The Midlife Manual

by John O’Connell and Jessica Cargill Thompson

  • Published: 02 Sep 2010
  • Price: £12.99
  • Format: Hardback
  • Extent: 192p
  • ISBN: 9781907595059
  • Buy it now from
  • Buy it now from Waterstones

Are you:
• Aged between 35 and 55?
• Acutely conscious that life hasn’t panned out quite the way you imagined it?
• A lot happier after a couple of glasses of wine?
• Getting divorced? Or consoling divorced friends?
• Having, or considering having, an affair?
• Tired and emotional and generally depressed?

If you’ve answered ‘yes’ to more than half of these questions, then congratulations, you are officially experiencing ‘midlife’. That is, middle age – the autumn years – the beginning of the end.

The question is, are you surviving it? Getting the meagre most out of it? Probably not.

Embracing everything from blogging and Boden to wine and worry lines, Rye bread, infidelity and Ikea, The Midlife Manual is your very own guide to getting through the middle years more gracefully. Its aim is to make you feel less alone during this testing time. It will make you laugh. It may at times even be genuinely helpful.

“The funniest book of the year... Don't even contemplate growing old without it. ”
<EM> The Times </em>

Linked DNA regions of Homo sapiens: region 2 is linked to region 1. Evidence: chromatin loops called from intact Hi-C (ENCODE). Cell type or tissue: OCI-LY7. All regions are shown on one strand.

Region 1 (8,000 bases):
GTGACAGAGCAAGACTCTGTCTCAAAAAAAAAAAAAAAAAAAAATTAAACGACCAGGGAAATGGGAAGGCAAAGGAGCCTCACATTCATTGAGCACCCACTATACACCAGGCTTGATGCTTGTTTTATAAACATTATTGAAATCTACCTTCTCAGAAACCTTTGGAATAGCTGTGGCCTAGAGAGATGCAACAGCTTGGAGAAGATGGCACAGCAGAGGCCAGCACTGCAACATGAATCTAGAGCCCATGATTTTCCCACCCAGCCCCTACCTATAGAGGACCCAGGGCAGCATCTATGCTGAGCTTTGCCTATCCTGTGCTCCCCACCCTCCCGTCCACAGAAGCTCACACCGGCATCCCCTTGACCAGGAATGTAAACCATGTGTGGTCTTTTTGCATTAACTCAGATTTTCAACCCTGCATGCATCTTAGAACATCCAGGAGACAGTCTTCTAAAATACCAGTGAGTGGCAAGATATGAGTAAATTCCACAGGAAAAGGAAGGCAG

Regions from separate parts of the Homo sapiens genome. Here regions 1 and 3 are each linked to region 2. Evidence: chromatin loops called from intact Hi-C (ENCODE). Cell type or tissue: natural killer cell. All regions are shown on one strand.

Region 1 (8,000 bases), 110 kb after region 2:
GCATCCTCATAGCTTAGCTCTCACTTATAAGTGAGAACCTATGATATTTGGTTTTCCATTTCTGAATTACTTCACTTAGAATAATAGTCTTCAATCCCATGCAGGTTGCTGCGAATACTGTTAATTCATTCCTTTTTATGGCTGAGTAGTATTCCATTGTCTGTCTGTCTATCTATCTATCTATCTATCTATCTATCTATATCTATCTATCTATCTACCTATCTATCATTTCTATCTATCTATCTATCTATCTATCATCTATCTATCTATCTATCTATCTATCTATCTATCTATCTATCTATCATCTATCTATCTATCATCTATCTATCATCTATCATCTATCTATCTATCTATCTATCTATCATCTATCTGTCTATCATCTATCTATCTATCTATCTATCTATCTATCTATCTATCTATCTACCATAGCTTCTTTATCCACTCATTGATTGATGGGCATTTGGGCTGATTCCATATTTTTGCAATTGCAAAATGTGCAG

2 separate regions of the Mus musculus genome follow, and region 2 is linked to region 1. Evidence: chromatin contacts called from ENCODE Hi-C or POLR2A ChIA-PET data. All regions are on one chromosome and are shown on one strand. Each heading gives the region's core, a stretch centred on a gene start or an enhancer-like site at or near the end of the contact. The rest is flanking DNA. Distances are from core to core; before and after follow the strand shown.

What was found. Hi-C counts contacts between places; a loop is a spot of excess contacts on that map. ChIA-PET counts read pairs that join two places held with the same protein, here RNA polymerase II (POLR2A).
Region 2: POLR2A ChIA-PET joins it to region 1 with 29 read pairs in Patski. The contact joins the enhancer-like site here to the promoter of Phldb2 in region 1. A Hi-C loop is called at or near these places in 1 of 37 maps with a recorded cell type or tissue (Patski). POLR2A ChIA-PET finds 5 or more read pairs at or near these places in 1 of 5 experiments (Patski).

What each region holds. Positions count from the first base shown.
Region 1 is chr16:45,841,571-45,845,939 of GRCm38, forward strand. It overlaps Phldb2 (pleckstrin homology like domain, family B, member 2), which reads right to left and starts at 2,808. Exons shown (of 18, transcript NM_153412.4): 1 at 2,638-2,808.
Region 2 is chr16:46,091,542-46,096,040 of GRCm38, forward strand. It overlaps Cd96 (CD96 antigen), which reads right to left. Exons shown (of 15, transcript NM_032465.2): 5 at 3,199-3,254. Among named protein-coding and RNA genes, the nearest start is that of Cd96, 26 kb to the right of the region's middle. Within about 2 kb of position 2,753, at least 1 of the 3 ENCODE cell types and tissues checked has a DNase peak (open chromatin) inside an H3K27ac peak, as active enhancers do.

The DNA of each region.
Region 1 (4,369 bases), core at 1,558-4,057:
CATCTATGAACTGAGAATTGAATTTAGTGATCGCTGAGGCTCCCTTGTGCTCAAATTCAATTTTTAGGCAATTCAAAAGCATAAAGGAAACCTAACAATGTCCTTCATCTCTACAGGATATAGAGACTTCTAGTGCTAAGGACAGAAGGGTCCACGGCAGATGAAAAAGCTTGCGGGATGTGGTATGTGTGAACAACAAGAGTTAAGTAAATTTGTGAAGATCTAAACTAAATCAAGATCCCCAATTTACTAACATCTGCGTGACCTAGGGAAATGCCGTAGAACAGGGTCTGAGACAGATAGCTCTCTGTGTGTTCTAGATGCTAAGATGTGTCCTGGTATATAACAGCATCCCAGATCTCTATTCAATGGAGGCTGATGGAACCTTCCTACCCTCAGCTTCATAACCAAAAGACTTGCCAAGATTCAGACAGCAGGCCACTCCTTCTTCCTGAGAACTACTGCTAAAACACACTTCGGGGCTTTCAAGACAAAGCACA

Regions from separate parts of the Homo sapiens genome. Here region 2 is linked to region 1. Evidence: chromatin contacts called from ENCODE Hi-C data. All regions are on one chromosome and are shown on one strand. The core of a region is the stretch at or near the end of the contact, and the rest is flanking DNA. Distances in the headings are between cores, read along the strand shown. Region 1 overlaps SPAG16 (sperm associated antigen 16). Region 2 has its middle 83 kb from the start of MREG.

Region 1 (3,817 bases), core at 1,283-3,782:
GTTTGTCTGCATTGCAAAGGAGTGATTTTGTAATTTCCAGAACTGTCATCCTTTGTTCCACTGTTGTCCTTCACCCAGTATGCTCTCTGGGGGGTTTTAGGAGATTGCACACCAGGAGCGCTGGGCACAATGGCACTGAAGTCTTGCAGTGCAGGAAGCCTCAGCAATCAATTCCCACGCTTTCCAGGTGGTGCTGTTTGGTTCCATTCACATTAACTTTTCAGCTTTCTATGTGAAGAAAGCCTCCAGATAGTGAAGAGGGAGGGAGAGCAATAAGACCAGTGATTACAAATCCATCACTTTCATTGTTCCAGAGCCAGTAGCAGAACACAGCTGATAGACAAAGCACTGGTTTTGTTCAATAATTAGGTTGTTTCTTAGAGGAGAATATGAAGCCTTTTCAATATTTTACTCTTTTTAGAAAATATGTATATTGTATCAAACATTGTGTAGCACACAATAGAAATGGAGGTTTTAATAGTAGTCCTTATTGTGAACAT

The Midlife Manual Blog

About John O’Connell

John O’Connell worked for years – far, far too long – at the London listings magazine Time Out, where he was Books Editor. Since being made redundant on the grounds that ‘no-one really reads books anymore’, he has been writing, mostly about books, for The Times, The Guardian, New Statesman and The National. He is the author of I Told You I Was Ill: Adventures in Hypochondria and The Midlife Manual (Short Books). He is 37 and lives in south London with his wife and two children.

About Jessica Cargill Thompson

Jessica Cargill Thompson is a freelance writer and editor. In 2007, a mini midlife crisis prompted her to leave a great job as deputy editor of Time Out London in order to freelance, try new things, and be a better parent. Thanks to the recession, this proved to be a bad idea. In October 2009 she started the blog How to Be Unemployed in a White Collar Way. She has edited several books for Time Out, and lives in south London with her husband and two children.